In a potentially groundbreaking move, three of Houston’s top-performing charter schools are making a pitch to run the long-troubled North Forest school district.
The charter groups — KIPP, YES Prep and Harmony — are asking Texas Education Commissioner Michael Williams to approve their plan, instead of having the Houston Independent School District take over North Forest ISD, KIPP co-founder Mike Feinberg confirmed Friday. The idea is still in the developmental stage, but the North Forest school board unanimously signed off on the concept Thursday night, said board president Charles Taylor Sr.
Williams ordered the annexation of North Forest into HISD last month after the former state education commissioner gave the district a one-year reprieve from closure. North Forest has long suffered academic and financial problems.
Under the plan, Feinberg said, the school board would collect taxes, but the charter schools and a nonprofit management group would run the district with power over spending, hiring and other decisions.
The partnership would be the first of its kind in Texas, marking unprecedented cooperation between the three popular charter schools. They typically start their own campuses from scratch, rather than try to turn around a struggling district.
“If I didn’t believe we could do it, we wouldn’t be trying to contribute as part of the solution,” Feinberg said. “At the same time, we recognize how difficult this work is and how very few examples we have of anywhere in the country of where it’s worked. But this is the work that ultimately needs to happen to convince our state leaders, our local leaders and society in general that not just all children can learn, but all children will learn.”
The Chron story adds a few more details.
U.S. Rep. Sheila Jackson Lee, D-Houston, has thrown her support behind the plan. State lawmakers who represent North Forest could not be reached for comment, though Feinberg acknowledged some weren’t warm to the idea.
If the TEA approves the charter deal, the goal is for the new model to fully take effect in 2014, said Chris Tritico, an attorney for North Forest.
Many issues would have to be resolved: Would teachers have to reapply for their jobs? Who would run which campuses? What if students did not want to attend the longer school hours KIPP and YES traditionally require? Who would coordinate the food service, the busing, the program for students with disabilities?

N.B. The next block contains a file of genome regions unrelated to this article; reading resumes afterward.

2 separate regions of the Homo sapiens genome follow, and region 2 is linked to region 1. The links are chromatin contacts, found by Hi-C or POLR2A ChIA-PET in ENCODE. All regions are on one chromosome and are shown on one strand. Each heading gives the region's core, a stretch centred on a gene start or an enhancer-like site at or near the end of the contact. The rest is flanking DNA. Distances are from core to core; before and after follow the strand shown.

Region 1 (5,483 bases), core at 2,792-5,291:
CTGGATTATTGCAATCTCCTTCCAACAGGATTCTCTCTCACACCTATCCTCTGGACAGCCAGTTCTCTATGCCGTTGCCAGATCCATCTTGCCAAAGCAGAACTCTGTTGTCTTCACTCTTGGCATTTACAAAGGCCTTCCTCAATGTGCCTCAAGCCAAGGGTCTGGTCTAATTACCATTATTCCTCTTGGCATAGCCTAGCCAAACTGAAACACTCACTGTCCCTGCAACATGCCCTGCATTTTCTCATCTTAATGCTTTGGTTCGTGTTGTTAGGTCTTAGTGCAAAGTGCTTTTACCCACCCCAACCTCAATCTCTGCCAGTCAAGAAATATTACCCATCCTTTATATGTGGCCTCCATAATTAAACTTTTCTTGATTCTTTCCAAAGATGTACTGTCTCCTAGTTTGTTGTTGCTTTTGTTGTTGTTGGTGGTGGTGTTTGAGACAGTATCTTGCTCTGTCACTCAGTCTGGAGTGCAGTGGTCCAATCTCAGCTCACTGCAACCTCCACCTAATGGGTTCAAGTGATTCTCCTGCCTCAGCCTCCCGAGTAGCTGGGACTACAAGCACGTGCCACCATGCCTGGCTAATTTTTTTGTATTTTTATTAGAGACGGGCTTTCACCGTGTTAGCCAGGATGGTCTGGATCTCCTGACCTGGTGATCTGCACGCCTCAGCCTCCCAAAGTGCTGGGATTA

HISD spokesman Jason Spencer said the district is moving forward with plans to annex North Forest “until we hear otherwise.”
Anna Eastman, the president of the HISD board, said she thinks the charter idea “merits consideration.”
“My only goal in this conversation is making sure the kids in North Forest end up on top,” she said. “A struggling, traditional ISD willing to relinquish management to three high-performing charters, with a good track record, could prove to be a model for other district and charter partnerships.”
One presumes that anything would be an improvement over the current status. KIPP, YES, and Harmony all have strong track records, so there’s plenty of reason to think they could do a good job. I think HISD would also do a good job of it, but they have a full plate already, and perhaps NFISD could benefit from more focused attention. If nothing else, this could help answer the question whether charters like these can produce the same kind of results as they have on their own with a student body that didn’t seek them out. The one thing I would insist on is that the teachers do not lose their collective bargaining ability. NFISD should still be a normal public school district under this plan. Assuming that is the case, I think this is a worthwhile thing to try, and if it goes through I will be eager to see what happens.